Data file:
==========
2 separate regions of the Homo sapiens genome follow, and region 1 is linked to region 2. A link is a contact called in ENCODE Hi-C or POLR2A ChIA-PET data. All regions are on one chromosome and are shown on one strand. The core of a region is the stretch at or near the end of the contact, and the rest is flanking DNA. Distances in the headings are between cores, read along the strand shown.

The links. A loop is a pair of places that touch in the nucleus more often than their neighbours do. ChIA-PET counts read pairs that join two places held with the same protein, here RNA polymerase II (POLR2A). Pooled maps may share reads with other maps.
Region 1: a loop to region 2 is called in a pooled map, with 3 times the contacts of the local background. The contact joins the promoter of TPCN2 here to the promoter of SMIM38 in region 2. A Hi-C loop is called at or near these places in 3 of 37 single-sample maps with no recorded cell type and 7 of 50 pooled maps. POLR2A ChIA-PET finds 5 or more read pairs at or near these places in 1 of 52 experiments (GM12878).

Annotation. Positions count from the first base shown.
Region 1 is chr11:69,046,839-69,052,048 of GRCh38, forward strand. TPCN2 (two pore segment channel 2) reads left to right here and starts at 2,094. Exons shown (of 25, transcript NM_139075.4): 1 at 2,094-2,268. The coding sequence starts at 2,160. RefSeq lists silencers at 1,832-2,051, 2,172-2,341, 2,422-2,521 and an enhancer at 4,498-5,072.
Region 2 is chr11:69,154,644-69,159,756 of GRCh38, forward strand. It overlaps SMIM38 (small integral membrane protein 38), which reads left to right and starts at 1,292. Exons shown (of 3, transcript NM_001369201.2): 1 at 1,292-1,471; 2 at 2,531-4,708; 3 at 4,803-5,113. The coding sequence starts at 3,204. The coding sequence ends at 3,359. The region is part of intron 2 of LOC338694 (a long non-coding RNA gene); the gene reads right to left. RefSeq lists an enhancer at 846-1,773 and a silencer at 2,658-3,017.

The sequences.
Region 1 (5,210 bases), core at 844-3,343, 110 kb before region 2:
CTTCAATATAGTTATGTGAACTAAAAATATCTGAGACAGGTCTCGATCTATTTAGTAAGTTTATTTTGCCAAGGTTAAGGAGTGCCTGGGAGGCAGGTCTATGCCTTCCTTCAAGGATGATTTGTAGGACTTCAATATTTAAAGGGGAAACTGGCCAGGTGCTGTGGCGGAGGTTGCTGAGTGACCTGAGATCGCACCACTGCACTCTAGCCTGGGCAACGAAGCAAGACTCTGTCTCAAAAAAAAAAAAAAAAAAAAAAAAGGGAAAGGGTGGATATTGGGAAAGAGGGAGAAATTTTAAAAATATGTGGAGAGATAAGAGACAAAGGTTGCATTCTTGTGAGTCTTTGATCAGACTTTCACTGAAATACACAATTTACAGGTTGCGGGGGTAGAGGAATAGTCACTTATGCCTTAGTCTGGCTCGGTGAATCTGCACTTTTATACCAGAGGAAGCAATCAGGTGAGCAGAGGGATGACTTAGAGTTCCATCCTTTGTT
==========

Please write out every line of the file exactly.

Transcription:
2 separate regions of the Homo sapiens genome follow, and region 1 is linked to region 2. A link is a contact called in ENCODE Hi-C or POLR2A ChIA-PET data. All regions are on one chromosome and are shown on one strand. The core of a region is the stretch at or near the end of the contact, and the rest is flanking DNA. Distances in the headings are between cores, read along the strand shown.

The links. A loop is a pair of places that touch in the nucleus more often than their neighbours do. ChIA-PET counts read pairs that join two places held with the same protein, here RNA polymerase II (POLR2A). Pooled maps may share reads with other maps.
Region 1: a loop to region 2 is called in a pooled map, with 3 times the contacts of the local background. The contact joins the promoter of TPCN2 here to the promoter of SMIM38 in region 2. A Hi-C loop is called at or near these places in 3 of 37 single-sample maps with no recorded cell type and 7 of 50 pooled maps. POLR2A ChIA-PET finds 5 or more read pairs at or near these places in 1 of 52 experiments (GM12878).

Annotation. Positions count from the first base shown.
Region 1 is chr11:69,046,839-69,052,048 of GRCh38, forward strand. TPCN2 (two pore segment channel 2) reads left to right here and starts at 2,094. Exons shown (of 25, transcript NM_139075.4): 1 at 2,094-2,268. The coding sequence starts at 2,160. RefSeq lists silencers at 1,832-2,051, 2,172-2,341, 2,422-2,521 and an enhancer at 4,498-5,072.
Region 2 is chr11:69,154,644-69,159,756 of GRCh38, forward strand. It overlaps SMIM38 (small integral membrane protein 38), which reads left to right and starts at 1,292. Exons shown (of 3, transcript NM_001369201.2): 1 at 1,292-1,471; 2 at 2,531-4,708; 3 at 4,803-5,113. The coding sequence starts at 3,204. The coding sequence ends at 3,359. The region is part of intron 2 of LOC338694 (a long non-coding RNA gene); the gene reads right to left. RefSeq lists an enhancer at 846-1,773 and a silencer at 2,658-3,017.

The sequences.
Region 1 (5,210 bases), core at 844-3,343, 110 kb before region 2:
CTTCAATATAGTTATGTGAACTAAAAATATCTGAGACAGGTCTCGATCTATTTAGTAAGTTTATTTTGCCAAGGTTAAGGAGTGCCTGGGAGGCAGGTCTATGCCTTCCTTCAAGGATGATTTGTAGGACTTCAATATTTAAAGGGGAAACTGGCCAGGTGCTGTGGCGGAGGTTGCTGAGTGACCTGAGATCGCACCACTGCACTCTAGCCTGGGCAACGAAGCAAGACTCTGTCTCAAAAAAAAAAAAAAAAAAAAAAAAGGGAAAGGGTGGATATTGGGAAAGAGGGAGAAATTTTAAAAATATGTGGAGAGATAAGAGACAAAGGTTGCATTCTTGTGAGTCTTTGATCAGACTTTCACTGAAATACACAATTTACAGGTTGCGGGGGTAGAGGAATAGTCACTTATGCCTTAGTCTGGCTCGGTGAATCTGCACTTTTATACCAGAGGAAGCAATCAGGTGAGCAGAGGGATGACTTAGAGTTCCATCCTTTGTT